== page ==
Chaplain language removed in last-minute negotiations on religious instruction bill

By Casey Smith
Indiana Capital Chronicle

INDIANAPOLIS — After months of debate over where to draw lines between church and state, Indiana lawmakers approved a bill to guarantee students’ access to religious instruction.

Nixed from legislation, however, was a contentious provision to bring paid chaplains into Indiana’s public schools.

House Bill 1137 requires schools to approve parental requests for students to leave class during the day for religious instruction. The proposal, authored by Rep. Kendell Culp, R-Rensselaer, received final House approval on Thursday and is expected to get the green light from the Senate Friday morning.

Culp’s bill aims to tighten existing Indiana law that already permits students to leave school for up to 120 minutes a week for voluntary religious instruction, as long as it takes place off school property, and private transportation is provided.

From ‘may’ to ‘shall’

1952 U.S. Supreme Court ruling affirmed that “released time” programs are constitutional nationwide. As such, Hoosier parents can request religious instruction time for their child, but school administrators do not have to give approval.


Under the house bill, that “veto power” over the parent goes away, Culp said.

When a parent of a public school student provides a written request, the principal “shall” allow the student to attend outside religious instruction that is organized by a church or religious organization. The legislation also says a school principal must work “in a collaborative manner” with the parent to find the best time during the school day for a student to leave the school.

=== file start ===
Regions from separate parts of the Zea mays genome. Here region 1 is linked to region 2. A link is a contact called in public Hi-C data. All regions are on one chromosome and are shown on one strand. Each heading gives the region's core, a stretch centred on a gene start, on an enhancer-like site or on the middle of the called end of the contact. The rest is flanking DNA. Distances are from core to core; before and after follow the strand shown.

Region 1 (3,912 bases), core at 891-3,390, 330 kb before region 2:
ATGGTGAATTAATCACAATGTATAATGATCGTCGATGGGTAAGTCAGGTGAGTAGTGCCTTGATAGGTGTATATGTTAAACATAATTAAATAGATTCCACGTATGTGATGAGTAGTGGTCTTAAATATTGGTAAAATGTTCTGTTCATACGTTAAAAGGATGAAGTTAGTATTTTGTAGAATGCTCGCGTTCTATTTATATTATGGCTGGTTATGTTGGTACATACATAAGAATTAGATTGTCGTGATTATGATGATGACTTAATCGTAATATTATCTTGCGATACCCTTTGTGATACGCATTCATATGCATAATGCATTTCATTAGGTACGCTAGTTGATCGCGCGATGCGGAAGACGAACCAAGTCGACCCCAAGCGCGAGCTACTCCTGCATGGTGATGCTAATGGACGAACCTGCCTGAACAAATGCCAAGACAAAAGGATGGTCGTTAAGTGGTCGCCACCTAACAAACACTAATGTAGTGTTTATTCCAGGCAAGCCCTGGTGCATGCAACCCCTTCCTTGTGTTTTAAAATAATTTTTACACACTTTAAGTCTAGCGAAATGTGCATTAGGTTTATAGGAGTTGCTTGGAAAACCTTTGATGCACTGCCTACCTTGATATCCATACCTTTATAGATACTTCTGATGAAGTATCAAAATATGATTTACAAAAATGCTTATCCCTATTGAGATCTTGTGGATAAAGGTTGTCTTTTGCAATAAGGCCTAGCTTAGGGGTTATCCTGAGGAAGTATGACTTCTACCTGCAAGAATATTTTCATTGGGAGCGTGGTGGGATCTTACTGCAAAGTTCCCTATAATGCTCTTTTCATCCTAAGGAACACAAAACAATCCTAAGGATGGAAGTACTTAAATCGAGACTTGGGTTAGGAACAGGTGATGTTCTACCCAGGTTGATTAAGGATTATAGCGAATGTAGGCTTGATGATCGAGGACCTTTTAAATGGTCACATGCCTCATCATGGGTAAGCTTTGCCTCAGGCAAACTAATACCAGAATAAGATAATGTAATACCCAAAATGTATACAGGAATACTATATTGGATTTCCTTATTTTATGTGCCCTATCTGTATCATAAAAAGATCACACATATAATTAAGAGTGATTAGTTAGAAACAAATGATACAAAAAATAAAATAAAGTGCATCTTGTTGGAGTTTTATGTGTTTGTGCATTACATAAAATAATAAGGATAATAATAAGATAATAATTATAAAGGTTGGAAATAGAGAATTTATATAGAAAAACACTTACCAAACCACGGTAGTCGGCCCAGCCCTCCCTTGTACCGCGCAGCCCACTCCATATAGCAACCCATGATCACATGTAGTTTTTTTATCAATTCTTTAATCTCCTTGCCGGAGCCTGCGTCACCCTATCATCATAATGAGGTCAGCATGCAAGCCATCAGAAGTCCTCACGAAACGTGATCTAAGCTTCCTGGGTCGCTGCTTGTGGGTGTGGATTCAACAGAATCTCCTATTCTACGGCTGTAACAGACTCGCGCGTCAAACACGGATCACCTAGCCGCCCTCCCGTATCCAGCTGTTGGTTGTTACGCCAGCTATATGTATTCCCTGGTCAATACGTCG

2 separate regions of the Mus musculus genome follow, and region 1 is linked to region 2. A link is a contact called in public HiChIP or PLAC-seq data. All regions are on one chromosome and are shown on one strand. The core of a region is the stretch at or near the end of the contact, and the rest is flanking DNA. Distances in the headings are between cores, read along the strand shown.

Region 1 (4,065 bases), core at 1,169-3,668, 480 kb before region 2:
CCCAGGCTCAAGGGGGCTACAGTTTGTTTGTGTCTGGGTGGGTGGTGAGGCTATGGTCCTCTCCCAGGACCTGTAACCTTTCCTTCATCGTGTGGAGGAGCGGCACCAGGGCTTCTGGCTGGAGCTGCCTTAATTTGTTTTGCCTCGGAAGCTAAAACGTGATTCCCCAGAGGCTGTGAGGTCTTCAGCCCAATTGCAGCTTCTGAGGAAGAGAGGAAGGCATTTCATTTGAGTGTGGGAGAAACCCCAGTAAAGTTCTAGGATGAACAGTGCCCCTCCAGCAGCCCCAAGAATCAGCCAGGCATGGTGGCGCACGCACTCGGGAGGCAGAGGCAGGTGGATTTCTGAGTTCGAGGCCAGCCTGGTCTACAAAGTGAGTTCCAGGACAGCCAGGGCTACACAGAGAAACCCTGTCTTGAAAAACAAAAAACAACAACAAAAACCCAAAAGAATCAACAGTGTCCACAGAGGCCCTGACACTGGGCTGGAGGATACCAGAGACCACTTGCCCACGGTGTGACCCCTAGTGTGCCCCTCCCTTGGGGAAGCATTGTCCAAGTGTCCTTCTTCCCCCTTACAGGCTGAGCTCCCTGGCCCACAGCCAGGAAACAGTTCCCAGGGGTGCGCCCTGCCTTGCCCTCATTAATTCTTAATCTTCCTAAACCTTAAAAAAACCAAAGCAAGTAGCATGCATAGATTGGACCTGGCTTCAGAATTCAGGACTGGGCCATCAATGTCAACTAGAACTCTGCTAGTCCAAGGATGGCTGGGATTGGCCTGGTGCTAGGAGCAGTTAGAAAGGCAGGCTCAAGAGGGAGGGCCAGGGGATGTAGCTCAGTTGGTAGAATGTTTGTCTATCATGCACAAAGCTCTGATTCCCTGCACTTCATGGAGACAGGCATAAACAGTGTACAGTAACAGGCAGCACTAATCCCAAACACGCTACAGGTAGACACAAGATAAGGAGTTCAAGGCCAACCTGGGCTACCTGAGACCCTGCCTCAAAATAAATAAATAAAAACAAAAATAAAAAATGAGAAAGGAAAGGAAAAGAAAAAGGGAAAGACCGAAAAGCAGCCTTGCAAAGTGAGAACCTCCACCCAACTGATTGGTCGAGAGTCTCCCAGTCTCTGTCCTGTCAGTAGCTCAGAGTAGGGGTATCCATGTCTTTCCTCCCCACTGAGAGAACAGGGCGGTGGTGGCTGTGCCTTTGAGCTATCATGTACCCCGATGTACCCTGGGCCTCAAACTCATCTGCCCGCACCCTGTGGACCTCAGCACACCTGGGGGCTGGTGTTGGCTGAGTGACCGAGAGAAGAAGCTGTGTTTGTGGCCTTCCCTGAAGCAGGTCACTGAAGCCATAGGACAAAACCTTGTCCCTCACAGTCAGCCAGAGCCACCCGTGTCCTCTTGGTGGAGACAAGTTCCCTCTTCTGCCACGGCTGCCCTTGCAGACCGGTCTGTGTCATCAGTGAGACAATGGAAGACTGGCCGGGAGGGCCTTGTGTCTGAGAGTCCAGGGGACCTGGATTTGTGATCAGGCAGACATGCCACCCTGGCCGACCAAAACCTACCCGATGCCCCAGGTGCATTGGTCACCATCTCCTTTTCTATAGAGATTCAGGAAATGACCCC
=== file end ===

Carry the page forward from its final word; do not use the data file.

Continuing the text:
Entities offering religious instruction must work with schools to take students out during times that are “least disruptive to the instructional time.”

Even so, Democrats — including Rep. Ed Delaney of Indianapolis — said they didn’t think a third-party should dictate when kids are released from school.

“This bill goes too far,” DeLaney said, adding that organized, out-of-school programming would be “disruptive to the learning environment.”

Multiple organizations around the state — mainly Christian-centered — offer out-of-school curriculum for religious teaching. Earlier in the session, Culp said some Hoosier school districts have denied such organizations from pulling students out of school for religious instruction, prompting the legislation.

School chaplain language taken out

But deleted from the bill was language first drafted by Sen. Stacey Donato, R-Logansport, in Senate Bill 50, which would have allowed chaplains to take on roles as school counselors.

She previously said her proposal could help traditional school counselors who are struggling to manage large caseloads and increasing numbers of students in need.

The Senate education committee added the chaplain provision to Culp’s bill last month after the House refused to hear Donato’s bill. It stipulated that chaplains could only provide secular guidance, except for emancipated minors or with a parent’s permission.

Still, Democrats and other critics held that could go against the wishes of a student or parents “who aren’t on the same page.” Members of the minority caucus largely voted against the measure and said they would rather focus directly on Indiana’s ongoing school counselor “crisis.”

Chaplains can already volunteer at public schools. The measure made clear they can be employed to provide “secular support” to students and school employees, given they have a master’s degree in divinity, theology, religious studies, or a related field, as well as two years of “counseling experience.”

In committee, multiple chaplains testified that most seminaries do not require courses in counseling childhood or youth psychosocial development. They worried, too, that the legislation would also make it difficult for chaplains to maintain “appropriate” professional boundaries.

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The Indiana Capital Chronicle is an independent, nonprofit news organization dedicated to giving Hoosiers a comprehensive look inside state government, policy and elections. The site combines daily coverage with in-depth scrutiny, political awareness and insightful commentary.

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